Reporting of AIDS questioned

August 27, 1994|By Holly Selby | Holly Selby,Sun Staff Writer

State officials believe Baltimore's Health Department has failed to track accurately the AIDS epidemic.

Unless the number of AIDS cases is recorded, the city and the state stand to lose federal money for treatment and care programs, Maryland AIDS Administration officials said yesterday.

"You never really know what is happening with the epidemic until after it happens and you track it, but we think they are a little low in the numbers they are reporting to us," said Dr. Joseph $H Horman, acting director of the state AIDS Administration.

For the past few months the state agency, which has overall responsibility for AIDS case reporting in Maryland, has been conducting an evaluation of the city's surveillance methods. The evaluation won't be completed for several months.

It is the responsibility of state and local health departments to make sure AIDS cases are being counted, Dr. Horman said.

City officials confirm that during the first part of the year, the recorded number of new AIDS cases was low. The reporting foul-up was caused in part by job vacancies in the AIDS surveillance division that went unfilled for up to eight months.

"We admit our numbers were down for that first quarter," said Dr. Peter Beilenson, city health commissioner. "But we are comfortable that we are moving in the right direction."

City officials also say that doctors and other health care workers are not consistently alerting the Health Department to new AIDS diagnoses. State law requires health professionals to notify the local health department if a patient has AIDS or symptoms considered indicative of AIDS.

Nearly 4,000 Marylanders have AIDS. In the last two years, 2,060 new cases of AIDS have been diagnosed statewide, but state officials said that number may be low. AIDS cases diagnosed in Baltimore have historically accounted for about 50 percent of new AIDS cases statewide.

Although the last job position was filled Thursday, state officials and leaders of the AIDS community are concerned that the city will not be able to catch up on its recordkeeping in time to meet a federal reporting deadline next month.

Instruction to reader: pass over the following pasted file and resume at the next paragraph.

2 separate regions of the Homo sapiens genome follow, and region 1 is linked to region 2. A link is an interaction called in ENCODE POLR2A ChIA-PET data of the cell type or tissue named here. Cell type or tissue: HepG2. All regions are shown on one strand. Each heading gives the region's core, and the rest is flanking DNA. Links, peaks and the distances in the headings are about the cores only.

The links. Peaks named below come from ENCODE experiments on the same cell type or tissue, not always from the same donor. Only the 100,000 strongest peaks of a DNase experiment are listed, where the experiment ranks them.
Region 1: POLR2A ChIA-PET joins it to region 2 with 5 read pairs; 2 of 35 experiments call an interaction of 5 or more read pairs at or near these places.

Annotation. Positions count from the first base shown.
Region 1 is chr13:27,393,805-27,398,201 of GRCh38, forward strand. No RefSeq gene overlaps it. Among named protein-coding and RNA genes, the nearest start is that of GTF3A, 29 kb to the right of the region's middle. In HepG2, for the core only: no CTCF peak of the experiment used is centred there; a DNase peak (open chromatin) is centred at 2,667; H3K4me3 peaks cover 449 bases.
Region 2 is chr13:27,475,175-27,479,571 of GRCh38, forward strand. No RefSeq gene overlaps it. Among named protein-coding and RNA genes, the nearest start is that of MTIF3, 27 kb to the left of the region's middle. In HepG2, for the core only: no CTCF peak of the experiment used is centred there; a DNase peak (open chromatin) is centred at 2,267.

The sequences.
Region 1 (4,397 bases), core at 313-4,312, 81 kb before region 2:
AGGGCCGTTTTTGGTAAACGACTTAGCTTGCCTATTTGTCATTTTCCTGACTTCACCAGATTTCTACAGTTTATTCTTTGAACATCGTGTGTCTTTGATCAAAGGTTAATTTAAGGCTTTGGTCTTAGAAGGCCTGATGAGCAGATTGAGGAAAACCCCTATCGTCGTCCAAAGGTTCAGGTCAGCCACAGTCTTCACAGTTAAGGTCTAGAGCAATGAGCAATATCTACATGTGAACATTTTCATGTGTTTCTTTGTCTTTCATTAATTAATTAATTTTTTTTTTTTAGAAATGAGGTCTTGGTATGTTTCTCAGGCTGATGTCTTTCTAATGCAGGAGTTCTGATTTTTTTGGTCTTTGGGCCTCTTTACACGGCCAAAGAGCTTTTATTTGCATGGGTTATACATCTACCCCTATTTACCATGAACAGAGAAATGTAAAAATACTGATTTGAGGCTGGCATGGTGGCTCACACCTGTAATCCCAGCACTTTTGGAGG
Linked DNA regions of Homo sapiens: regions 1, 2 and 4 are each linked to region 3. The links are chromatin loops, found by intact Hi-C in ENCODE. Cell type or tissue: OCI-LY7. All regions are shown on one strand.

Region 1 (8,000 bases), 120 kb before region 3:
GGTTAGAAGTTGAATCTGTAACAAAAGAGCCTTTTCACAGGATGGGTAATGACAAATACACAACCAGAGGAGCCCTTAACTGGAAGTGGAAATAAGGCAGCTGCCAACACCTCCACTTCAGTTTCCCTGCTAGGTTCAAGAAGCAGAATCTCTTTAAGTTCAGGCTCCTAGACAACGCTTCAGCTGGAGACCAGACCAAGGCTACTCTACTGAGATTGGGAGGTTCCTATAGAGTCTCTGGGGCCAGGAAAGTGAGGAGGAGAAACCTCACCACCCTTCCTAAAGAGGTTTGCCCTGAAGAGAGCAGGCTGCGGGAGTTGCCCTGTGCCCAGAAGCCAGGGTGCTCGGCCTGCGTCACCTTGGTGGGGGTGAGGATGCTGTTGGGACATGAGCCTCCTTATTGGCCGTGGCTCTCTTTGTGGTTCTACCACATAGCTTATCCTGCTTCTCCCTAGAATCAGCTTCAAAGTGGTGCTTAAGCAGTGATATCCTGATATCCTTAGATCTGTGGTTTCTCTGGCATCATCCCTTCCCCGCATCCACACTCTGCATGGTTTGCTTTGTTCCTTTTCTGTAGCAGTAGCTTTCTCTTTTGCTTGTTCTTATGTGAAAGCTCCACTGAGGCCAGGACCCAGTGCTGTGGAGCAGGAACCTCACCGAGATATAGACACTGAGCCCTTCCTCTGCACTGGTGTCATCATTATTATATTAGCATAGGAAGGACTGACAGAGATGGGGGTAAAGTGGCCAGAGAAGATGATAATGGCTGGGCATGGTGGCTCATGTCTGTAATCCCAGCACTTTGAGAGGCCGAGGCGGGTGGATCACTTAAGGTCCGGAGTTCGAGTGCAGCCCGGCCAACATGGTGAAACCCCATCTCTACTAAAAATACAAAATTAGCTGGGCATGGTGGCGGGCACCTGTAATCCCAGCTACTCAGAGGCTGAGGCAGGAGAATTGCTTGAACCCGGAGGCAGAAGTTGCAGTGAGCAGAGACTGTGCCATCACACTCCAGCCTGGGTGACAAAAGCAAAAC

State officials began to suspect that the city's figures were inaccurate when, in the period from Jan. 1 to March 31, the city recorded only 14 new AIDS diagnoses, Dr. Horman said. It is difficult to estimate what the true number should have been; however, state officials expected about double that number.

March 31 was one of two deadlines for metropolitan areas and states to report new AIDS diagnoses to the Centers for Disease Control in Atlanta for federal money used for AIDS treatment and care.

How much the lag in reporting will cost Maryland is difficult to estimate. The formulas used to decide each region's share include factors other than new cases, said Bob Soliz of the HIV division of the U.S. Department of Health and Resource.

Since three of the largest AIDS treatment centers in the state -- the Moore Clinic at the Johns Hopkins University, the Chase-Brexton Clinic and the AIDS program at the University of Maryland Medical Center -- are in Baltimore, failure to record AIDS diagnoses could have wide-reaching effects.

Any reduction in grant money would hurt the AIDS community, said Garey Lambert, head of AIDS Action Baltimore, a community organization that is partially funded by federal grants.

"Virtually every AIDS program is dependent on government support in one way or another -- everything from primary care to social services. And the formulas for funding those grants are based on numbers of AIDS cases," he said.

The next deadline for reporting new AIDS cases to the federal government is Sept. 30.

As that deadline approaches, city and state surveillance workers as well as personnel in AIDS clinics citywide are scrutinizing new patient work-ups for AIDS symptoms and re-examining mountains of old patient records for diagnoses that went overlooked.

"There has been an extraordinary effort on the part of some people to find new cases. We've gone through the records in the Moore Clinic and through all the back cases to see if there were any we missed," said Dr. John Bartlett, chief of the infectious disease division at Johns Hopkins Medical Institutions.

Dr. Bartlett has ordered Hopkins' staff to send duplicate copies of all reports of new AIDS diagnoses to the city and to the state.

"What this is about is getting Baltimore's fair share of federal money," Dr. Bartlett said.

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